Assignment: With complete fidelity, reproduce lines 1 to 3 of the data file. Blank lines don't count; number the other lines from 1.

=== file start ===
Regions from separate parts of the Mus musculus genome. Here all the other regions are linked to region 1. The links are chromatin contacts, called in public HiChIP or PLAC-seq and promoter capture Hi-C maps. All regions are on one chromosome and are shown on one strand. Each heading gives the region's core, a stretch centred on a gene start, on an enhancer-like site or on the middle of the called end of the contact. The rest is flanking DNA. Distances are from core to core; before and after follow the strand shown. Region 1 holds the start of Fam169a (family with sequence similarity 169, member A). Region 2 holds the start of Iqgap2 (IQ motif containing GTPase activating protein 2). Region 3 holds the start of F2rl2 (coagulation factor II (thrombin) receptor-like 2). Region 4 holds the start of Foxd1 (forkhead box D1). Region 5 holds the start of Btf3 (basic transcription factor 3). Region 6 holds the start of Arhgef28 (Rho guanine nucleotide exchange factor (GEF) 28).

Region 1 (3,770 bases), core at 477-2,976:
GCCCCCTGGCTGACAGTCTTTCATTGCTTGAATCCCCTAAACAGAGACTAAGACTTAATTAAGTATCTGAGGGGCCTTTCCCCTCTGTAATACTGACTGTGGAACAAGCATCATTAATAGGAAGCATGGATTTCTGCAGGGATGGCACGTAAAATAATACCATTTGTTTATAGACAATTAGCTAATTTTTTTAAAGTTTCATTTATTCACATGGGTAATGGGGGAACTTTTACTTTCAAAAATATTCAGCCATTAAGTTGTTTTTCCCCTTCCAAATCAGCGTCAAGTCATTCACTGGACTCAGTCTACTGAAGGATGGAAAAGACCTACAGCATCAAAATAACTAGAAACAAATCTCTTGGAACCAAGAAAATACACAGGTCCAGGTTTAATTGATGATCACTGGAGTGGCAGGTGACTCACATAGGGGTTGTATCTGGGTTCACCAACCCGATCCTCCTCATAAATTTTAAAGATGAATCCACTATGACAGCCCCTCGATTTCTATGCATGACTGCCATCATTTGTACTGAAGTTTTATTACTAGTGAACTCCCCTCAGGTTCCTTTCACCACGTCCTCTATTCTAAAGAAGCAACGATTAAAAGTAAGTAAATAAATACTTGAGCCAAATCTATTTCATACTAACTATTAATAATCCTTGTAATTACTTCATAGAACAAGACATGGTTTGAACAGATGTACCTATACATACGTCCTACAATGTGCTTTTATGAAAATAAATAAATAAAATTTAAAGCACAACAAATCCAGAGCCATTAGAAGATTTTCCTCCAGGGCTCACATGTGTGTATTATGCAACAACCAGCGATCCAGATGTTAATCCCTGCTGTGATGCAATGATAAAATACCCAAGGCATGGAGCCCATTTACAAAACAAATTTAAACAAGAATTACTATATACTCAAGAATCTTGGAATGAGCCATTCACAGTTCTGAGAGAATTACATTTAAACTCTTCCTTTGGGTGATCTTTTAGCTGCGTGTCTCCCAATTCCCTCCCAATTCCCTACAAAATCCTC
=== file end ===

Regions from separate parts of the Mus musculus genome. Here all the other regions are linked to region 1. The links are chromatin contacts, called in public HiChIP or PLAC-seq and promoter capture Hi-C maps. All regions are on one chromosome and are shown on one strand. Each heading gives the region's core, a stretch centred on a gene start, on an enhancer-like site or on the middle of the called end of the contact. The rest is flanking DNA. Distances are from core to core; before and after follow the strand shown. Region 1 holds the start of Fam169a (family with sequence similarity 169, member A). Region 2 holds the start of Iqgap2 (IQ motif containing GTPase activating protein 2). Region 3 holds the start of F2rl2 (coagulation factor II (thrombin) receptor-like 2). Region 4 holds the start of Foxd1 (forkhead box D1). Region 5 holds the start of Btf3 (basic transcription factor 3). Region 6 holds the start of Arhgef28 (Rho guanine nucleotide exchange factor (GEF) 28).

Region 1 (3,770 bases), core at 477-2,976:
GCCCCCTGGCTGACAGTCTTTCATTGCTTGAATCCCCTAAACAGAGACTAAGACTTAATTAAGTATCTGAGGGGCCTTTCCCCTCTGTAATACTGACTGTGGAACAAGCATCATTAATAGGAAGCATGGATTTCTGCAGGGATGGCACGTAAAATAATACCATTTGTTTATAGACAATTAGCTAATTTTTTTAAAGTTTCATTTATTCACATGGGTAATGGGGGAACTTTTACTTTCAAAAATATTCAGCCATTAAGTTGTTTTTCCCCTTCCAAATCAGCGTCAAGTCATTCACTGGACTCAGTCTACTGAAGGATGGAAAAGACCTACAGCATCAAAATAACTAGAAACAAATCTCTTGGAACCAAGAAAATACACAGGTCCAGGTTTAATTGATGATCACTGGAGTGGCAGGTGACTCACATAGGGGTTGTATCTGGGTTCACCAACCCGATCCTCCTCATAAATTTTAAAGATGAATCCACTATGACAGCCCCTCGATTTCTATGCATGACTGCCATCATTTGTACTGAAGTTTTATTACTAGTGAACTCCCCTCAGGTTCCTTTCACCACGTCCTCTATTCTAAAGAAGCAACGATTAAAAGTAAGTAAATAAATACTTGAGCCAAATCTATTTCATACTAACTATTAATAATCCTTGTAATTACTTCATAGAACAAGACATGGTTTGAACAGATGTACCTATACATACGTCCTACAATGTGCTTTTATGAAAATAAATAAATAAAATTTAAAGCACAACAAATCCAGAGCCATTAGAAGATTTTCCTCCAGGGCTCACATGTGTGTATTATGCAACAACCAGCGATCCAGATGTTAATCCCTGCTGTGATGCAATGATAAAATACCCAAGGCATGGAGCCCATTTACAAAACAAATTTAAACAAGAATTACTATATACTCAAGAATCTTGGAATGAGCCATTCACAGTTCTGAGAGAATTACATTTAAACTCTTCCTTTGGGTGATCTTTTAGCTGCGTGTCTCCCAATTCCCTCCCAATTCCCTACAAAATCCTC